1:11 | Instruction
Kevin Chappell: How to hit the 3-wood stinger
Here's how you can nail the coolest shot in PGA Tour player Kevin Chappell's bag in three easy steps.
By GOLF WIRE
Saturday, May 19, 2018

HIT DARTS WITH YOUR FAIRWAY WOODS

You've made high-lofted fairway woods and hybrids your primary tools for approach shots, and why not: They're easier to hit longer and higher — from all kinds of lies — than low and midirons are. But this advantage is for naught if you end up buried in the long grass to the side of the green. For lower scores, you also need to hit your fairway woods and hybrids straight — and with longer shafts and more flexible faces, control is not a lofted wood's No. 1 quality. A few adjustments in your thought process will keep you on the straight and narrow.

1. BE SMOOTH

Distance on approach shots only matters to the extent that you need to be able to reach your target. So there's no need to overextend yourself. Choose the club that you can swing at 80 percent effort and still reach the green. Keeping the swing smooth and contained not only gives you more control, it increases your chances of making pure, solid contact.

There's no need to force the issue with a fairway wood or hybrid—swing at 80 percent and let the club's length and loft do the work for you.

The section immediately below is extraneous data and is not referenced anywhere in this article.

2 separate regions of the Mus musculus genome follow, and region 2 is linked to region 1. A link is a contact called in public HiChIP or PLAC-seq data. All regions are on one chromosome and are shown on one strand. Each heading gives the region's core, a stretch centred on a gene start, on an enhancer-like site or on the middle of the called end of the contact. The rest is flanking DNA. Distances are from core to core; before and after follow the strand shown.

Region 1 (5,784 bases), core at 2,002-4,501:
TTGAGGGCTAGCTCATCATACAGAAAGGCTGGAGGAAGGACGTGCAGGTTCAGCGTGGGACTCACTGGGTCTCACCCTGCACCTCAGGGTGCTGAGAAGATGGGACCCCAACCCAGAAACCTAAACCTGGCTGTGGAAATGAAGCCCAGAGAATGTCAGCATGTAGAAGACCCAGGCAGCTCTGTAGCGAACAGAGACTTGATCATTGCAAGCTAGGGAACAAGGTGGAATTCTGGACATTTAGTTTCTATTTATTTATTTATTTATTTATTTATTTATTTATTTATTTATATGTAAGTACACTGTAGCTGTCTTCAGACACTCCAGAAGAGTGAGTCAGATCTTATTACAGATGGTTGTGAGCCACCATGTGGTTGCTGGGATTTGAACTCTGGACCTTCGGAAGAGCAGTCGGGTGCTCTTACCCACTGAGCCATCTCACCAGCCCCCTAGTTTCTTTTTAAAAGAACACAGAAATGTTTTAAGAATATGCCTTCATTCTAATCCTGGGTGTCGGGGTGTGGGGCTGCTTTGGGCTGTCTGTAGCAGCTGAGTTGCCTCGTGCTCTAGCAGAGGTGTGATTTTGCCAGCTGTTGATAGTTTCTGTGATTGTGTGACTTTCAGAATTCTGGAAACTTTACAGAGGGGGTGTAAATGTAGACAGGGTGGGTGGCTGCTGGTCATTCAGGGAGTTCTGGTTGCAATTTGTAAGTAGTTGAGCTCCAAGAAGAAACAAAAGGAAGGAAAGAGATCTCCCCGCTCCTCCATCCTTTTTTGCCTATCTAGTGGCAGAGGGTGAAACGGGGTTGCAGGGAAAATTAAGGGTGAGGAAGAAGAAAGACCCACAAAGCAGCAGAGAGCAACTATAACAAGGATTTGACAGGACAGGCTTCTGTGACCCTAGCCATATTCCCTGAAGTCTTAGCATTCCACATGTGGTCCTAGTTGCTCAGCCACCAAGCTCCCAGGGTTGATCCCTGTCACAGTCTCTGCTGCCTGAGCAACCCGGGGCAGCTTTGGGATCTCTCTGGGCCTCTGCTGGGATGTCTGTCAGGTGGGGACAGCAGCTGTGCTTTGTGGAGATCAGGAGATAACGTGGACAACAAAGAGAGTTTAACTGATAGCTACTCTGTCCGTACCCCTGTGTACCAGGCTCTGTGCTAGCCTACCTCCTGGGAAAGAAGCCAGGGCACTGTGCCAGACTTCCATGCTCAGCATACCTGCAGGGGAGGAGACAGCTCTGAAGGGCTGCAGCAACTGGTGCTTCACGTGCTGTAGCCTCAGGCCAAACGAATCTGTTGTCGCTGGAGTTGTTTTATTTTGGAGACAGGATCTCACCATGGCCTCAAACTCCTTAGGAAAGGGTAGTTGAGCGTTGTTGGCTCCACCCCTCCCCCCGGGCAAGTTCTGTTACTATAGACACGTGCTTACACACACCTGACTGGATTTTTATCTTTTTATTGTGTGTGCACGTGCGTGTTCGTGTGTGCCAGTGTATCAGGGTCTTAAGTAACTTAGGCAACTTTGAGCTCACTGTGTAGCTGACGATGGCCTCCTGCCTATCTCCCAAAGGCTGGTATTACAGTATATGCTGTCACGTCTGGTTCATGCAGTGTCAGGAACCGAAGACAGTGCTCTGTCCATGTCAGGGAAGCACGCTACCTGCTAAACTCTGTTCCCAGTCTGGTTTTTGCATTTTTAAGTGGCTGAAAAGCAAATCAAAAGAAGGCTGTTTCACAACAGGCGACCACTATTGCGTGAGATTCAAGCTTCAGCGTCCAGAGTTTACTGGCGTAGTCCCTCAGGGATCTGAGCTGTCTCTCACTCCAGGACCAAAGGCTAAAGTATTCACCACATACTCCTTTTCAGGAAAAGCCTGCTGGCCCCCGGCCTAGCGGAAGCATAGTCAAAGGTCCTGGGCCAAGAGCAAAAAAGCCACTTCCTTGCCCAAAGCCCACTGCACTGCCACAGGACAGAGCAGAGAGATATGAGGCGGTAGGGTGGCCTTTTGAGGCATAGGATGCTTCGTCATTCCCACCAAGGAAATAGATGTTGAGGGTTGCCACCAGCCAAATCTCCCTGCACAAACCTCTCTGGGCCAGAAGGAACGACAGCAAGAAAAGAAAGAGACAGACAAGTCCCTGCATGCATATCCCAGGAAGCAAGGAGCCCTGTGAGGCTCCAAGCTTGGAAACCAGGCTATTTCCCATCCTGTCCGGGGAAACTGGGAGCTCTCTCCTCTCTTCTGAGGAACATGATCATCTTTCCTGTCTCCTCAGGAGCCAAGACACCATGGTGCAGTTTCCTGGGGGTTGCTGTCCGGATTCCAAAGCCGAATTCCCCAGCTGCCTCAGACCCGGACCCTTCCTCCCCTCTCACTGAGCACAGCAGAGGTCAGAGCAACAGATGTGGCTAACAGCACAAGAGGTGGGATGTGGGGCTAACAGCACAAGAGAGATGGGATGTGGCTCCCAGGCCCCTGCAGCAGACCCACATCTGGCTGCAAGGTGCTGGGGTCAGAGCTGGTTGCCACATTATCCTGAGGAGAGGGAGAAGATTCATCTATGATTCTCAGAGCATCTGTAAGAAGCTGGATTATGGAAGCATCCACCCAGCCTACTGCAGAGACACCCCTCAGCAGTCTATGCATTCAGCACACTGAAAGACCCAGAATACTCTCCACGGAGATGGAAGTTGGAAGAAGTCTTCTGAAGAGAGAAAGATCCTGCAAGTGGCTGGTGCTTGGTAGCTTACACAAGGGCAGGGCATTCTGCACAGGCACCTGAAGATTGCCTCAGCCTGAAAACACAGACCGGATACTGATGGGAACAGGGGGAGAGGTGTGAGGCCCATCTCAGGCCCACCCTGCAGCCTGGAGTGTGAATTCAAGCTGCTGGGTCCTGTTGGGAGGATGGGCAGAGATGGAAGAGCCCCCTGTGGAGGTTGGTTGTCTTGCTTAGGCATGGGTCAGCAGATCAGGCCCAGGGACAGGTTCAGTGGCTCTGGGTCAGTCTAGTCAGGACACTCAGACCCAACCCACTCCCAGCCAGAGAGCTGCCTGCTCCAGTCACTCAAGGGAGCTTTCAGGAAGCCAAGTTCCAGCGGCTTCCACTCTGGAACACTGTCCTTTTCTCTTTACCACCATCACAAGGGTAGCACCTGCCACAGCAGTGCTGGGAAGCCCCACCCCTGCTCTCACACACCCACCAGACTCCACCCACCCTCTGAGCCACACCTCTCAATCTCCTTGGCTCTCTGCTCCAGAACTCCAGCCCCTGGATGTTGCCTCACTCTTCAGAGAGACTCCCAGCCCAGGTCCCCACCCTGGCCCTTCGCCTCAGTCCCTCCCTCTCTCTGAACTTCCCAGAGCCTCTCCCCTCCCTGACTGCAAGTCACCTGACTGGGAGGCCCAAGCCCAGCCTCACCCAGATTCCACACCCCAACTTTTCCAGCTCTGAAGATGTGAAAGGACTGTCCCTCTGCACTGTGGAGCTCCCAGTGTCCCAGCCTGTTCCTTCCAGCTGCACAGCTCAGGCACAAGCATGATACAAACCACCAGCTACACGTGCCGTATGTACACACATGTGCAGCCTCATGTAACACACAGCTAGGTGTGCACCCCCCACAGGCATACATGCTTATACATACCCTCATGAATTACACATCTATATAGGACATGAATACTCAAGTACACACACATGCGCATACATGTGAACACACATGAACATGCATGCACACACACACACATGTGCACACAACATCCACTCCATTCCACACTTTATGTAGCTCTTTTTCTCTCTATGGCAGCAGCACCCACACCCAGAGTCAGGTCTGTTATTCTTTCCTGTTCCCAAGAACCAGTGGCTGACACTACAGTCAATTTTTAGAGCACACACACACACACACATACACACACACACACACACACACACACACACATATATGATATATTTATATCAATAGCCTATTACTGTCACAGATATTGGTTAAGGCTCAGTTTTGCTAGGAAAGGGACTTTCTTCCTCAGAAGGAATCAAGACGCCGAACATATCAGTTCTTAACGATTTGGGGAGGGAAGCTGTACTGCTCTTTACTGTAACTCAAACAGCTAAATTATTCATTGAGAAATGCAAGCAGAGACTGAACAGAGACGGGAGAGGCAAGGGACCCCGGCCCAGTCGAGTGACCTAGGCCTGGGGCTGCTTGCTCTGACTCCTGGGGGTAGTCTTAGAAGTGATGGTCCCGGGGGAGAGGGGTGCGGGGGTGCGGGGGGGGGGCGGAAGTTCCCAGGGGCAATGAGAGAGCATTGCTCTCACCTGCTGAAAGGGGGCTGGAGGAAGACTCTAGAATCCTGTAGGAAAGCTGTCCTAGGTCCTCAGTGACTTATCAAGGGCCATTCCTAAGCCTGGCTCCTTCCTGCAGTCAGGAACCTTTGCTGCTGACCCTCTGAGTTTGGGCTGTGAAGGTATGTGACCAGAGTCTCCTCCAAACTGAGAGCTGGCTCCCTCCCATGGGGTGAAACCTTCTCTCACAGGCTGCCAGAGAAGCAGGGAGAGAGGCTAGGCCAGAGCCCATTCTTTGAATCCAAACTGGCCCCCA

2. BE PRECISE

Don't be general when it comes to choosing your target. Pick a specific spot or area on the green as the destination for your approach. Being precise about your target not only encourages you to be more mindful of your alignment, but it creates a more vivid picture of a successful shot in your mind, which will carry over when it's time to actually execute the shot.

3. CHANNEL YOUR SHOTS WITH THIS DRILL

You can emphasize accuracy in your next practice session by laying down two clubs parallel to each other on either side of the ball, about six inches apart. The idea is to create a channel—as you might on the putting green— that points down the target line and defines the ideal path for the clubhead. The channel serves two purposes: It gives you a reference for alignment, and it encourages you to focus on swinging the club straight down the target line through impact. Align the channel at a specific target, such as a distance marker, to get a feel for playing for accuracy.

When it comes to hitting approach shots with your fairway woods, you can improve your accuracy by zeroing in on a precise target (above). Another way to sharpen your aim with these long clubs is to create a channel on the ground with two clubs during practice (below). Remember, the longer you swing down the target line with your fairway woods after impact, the straighter you'll hit them.

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